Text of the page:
The preamble to the act of incorporation of this last-named
bank set forth that
"It is deemed expedient and beneficial to the state and the citizens thereof to establish a bank on the funds of the state for the purpose of discounting paper and making loans for longer periods than has heretofore been customary, and on security different from what has hitherto been required."
The charter then declared that certain stocks, which were designated, should constitute and form the capital of the said bank and be vested in the president and directors, who should be appointed in a manner there provided, and then adds:
"And the faith of the state is hereby pledged for the support of the said bank and to supply any deficiency in the funds specially pledged, and to make good all losses arising from such deficiency."
The sixteenth section of the charter to this bank provided, as did also the same section in the charters of the four other banks above referred to, as incorporated in previous years,
"That the bills or notes of the said corporation, originally made payable, or which shall have become payable, on demand, in gold or silver coin, shall be receivable at the treasury of this state, and by all tax collectors and other public officers, in all payments for taxes or other moneys due to the state."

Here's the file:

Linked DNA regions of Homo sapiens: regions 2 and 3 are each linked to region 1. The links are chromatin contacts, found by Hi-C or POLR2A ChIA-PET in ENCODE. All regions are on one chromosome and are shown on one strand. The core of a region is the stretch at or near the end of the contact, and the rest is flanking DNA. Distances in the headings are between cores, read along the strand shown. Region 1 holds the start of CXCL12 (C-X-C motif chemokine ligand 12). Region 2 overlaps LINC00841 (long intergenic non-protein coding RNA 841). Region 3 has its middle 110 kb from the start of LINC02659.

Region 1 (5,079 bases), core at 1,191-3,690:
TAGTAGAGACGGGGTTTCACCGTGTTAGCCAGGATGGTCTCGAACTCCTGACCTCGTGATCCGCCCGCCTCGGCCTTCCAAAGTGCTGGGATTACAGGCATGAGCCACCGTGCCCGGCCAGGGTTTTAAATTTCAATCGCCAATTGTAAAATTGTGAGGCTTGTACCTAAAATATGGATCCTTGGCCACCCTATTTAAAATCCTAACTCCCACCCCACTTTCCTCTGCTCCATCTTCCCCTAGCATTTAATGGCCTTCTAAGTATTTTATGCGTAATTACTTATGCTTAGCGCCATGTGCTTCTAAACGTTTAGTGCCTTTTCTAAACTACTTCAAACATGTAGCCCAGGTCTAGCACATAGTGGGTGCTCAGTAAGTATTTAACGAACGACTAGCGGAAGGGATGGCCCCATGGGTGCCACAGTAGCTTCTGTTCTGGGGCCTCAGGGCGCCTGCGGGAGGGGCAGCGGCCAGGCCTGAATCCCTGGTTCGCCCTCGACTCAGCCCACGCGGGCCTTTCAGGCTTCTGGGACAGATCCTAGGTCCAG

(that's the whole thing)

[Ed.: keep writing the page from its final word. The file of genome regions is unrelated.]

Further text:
In 1832, the bank last named (the Bank of the State) and of which we are principally to speak was rechartered by an enactment,
"That an act entitled an act to establish a bank in behalf of, and for the benefit of the state, passed on the 19th December in the year of our Lord 1812, and all other acts now of force relating to the conduct and operations of the said bank, be, and they are hereby, reenacted and continued of force until the 1st May, 1856."
In 1852 the charter was again renewed in these terms:
"That from and after the expiration of the present charter of the Bank of the State of South Carolina, the same shall be, and
is hereby extended until the 1st of January, which will be in the year of our Lord, 1871."
So the charters of the four other banks were at different times extended, and among the times of the first two in 1822 and 1833, and of the last two in 1830, and in all these extensions or recharters the privileges of the sixteenth section of making the notes receivable in payment of taxes, irrespectively of the fact whether the notes were redeemable in specie, were retained. We speak hereafter of a recharter of these four banks in 1852 and 1853, when these privileges were not retained.